The U.S. Government is considering the ban of bottom trawls, bottom longlines and other destructive fishing gear to protect a still untouched ecosystem in the south-eastern United States. In consideration is a stretch of ocean floor from South East Florida to North Carolina, an area of about 23,000 square miles. The South Atlantic Fishery Management Council has held a series of public hearings during January and February and now plans to vote on the ban in June to protect reefs that so far have not suffered from human activities and are still undamaged.
Every now and then a new species is discovered from the ocean depths of which we still know little about. The ocean reefs are thousands of years old but have only rather recently been hinted at by geological evidence and have then in the late 1990s been reached by submersibles. We first started to know about the ocean depth with the use of submarine hunting sonars. In the 1950s scientists started to map out the oceans’ submerged mountain ranges. Only the development of deep-diving submersibles, multibeam sonars and remotely operated vehicles confirmed the scientists’ suspicion of the existence of reefs in the ocean depths.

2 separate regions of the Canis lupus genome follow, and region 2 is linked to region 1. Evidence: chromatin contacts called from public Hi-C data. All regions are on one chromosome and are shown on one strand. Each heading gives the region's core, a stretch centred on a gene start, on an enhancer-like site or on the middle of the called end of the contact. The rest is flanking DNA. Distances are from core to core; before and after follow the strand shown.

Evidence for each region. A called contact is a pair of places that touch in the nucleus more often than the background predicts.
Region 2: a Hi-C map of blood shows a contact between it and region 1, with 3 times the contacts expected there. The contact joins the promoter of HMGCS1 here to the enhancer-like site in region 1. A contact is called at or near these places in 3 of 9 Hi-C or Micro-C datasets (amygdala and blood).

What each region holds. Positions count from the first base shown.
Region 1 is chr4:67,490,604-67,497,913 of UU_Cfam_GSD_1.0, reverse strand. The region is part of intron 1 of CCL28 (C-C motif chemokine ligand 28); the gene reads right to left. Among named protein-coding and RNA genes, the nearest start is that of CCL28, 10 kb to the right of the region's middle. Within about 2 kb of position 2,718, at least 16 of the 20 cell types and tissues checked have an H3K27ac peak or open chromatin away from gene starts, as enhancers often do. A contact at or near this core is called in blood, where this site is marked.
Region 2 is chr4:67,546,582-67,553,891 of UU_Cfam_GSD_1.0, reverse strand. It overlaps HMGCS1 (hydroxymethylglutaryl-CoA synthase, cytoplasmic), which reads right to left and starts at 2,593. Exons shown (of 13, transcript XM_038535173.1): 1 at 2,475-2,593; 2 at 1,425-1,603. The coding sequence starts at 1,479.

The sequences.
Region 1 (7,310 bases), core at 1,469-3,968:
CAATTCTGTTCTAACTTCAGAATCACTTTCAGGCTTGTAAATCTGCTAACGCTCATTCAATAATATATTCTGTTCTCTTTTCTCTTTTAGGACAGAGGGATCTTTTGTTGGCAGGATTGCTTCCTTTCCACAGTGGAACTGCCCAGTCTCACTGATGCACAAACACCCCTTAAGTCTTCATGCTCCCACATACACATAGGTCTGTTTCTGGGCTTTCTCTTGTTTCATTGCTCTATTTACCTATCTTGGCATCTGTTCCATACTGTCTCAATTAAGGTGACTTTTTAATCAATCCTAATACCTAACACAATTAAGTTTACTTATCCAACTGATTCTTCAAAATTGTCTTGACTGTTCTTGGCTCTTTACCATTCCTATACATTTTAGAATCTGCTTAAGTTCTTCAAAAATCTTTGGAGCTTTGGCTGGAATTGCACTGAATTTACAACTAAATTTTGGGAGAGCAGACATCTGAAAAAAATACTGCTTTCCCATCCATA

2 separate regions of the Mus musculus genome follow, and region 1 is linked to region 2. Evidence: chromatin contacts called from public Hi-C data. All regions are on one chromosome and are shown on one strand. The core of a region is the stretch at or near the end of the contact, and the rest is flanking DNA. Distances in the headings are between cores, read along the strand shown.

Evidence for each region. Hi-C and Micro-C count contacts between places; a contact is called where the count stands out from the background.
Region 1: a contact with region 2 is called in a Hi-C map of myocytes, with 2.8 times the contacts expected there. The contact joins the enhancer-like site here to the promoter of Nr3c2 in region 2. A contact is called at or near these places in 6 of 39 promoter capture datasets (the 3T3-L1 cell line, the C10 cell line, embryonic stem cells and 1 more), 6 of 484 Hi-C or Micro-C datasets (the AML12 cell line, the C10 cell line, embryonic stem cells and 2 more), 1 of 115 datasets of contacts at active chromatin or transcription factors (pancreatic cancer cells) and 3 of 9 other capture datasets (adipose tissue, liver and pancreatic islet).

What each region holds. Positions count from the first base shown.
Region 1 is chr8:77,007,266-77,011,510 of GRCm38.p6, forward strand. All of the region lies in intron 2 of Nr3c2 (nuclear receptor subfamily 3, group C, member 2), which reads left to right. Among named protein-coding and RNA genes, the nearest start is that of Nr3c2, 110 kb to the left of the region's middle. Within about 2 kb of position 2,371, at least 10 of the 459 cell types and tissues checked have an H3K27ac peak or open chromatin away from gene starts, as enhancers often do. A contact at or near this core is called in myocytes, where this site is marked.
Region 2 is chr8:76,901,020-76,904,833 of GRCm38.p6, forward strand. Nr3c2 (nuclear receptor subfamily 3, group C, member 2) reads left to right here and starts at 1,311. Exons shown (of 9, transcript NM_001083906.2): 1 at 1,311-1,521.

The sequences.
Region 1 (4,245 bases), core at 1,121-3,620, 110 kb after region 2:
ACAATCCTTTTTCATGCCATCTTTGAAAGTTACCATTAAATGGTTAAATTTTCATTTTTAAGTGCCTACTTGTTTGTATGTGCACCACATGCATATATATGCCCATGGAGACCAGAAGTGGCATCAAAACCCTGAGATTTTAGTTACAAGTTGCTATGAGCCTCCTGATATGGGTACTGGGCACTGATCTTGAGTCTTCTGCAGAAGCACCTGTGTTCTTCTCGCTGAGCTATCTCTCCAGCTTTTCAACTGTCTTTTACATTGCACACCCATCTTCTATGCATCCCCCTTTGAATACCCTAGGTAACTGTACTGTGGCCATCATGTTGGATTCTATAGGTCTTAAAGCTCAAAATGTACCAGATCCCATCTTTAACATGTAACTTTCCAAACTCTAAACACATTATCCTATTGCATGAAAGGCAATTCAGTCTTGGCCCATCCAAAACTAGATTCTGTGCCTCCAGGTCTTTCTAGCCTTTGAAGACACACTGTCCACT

Expeditions to the dark coldness, no sunlight penetrates 2,500 feet below the surface and the water temperature drops into the 30s, discovered hundreds of coral mounds, one reaching a height of 400 feet. They are composed of a delicately branched, snow-white coral called Lophelia pertusa, an unusual form of coral for its lack of zooxanthellae – the symbiotic algae which lives inside most tropical reef building corals. These expeditions also sighted eels, scorpion fish and several examples of the huge six gill shark, a primitive species that hunts near the surface at night and spends the day in the depth.
Part of the for protection proposed area is a geological formation, the Miami Terrace Reef, which is a 65 km long shelf about 15 miles off shore. Much of the platform remains unexplored, and new portions of the reef are still being discovered. University of Miami researchers discovered new reef sites there in December 2005.
Radiocarbon dating indicates that some Lophelia reefs in the waters off North Carolina may be 40,000 years old. L. pertusa was listed under CITES (the Convention on International Trade in Endangered Species of Wild Fauna and Flora) Appendix II in January 1990, meaning that the United Nations Environmental Programme recognizes that this species is not necessarily currently threatened with extinction but that it may become so in the future. Because the rate of growth is so slow, it is unlikely that that the fishing practice with trawling nets will prove to be sustainable. The vote for protection will be cast in June 2009.
Copyright © 2009 by Marine Science Today, a publication of OceanLines LLC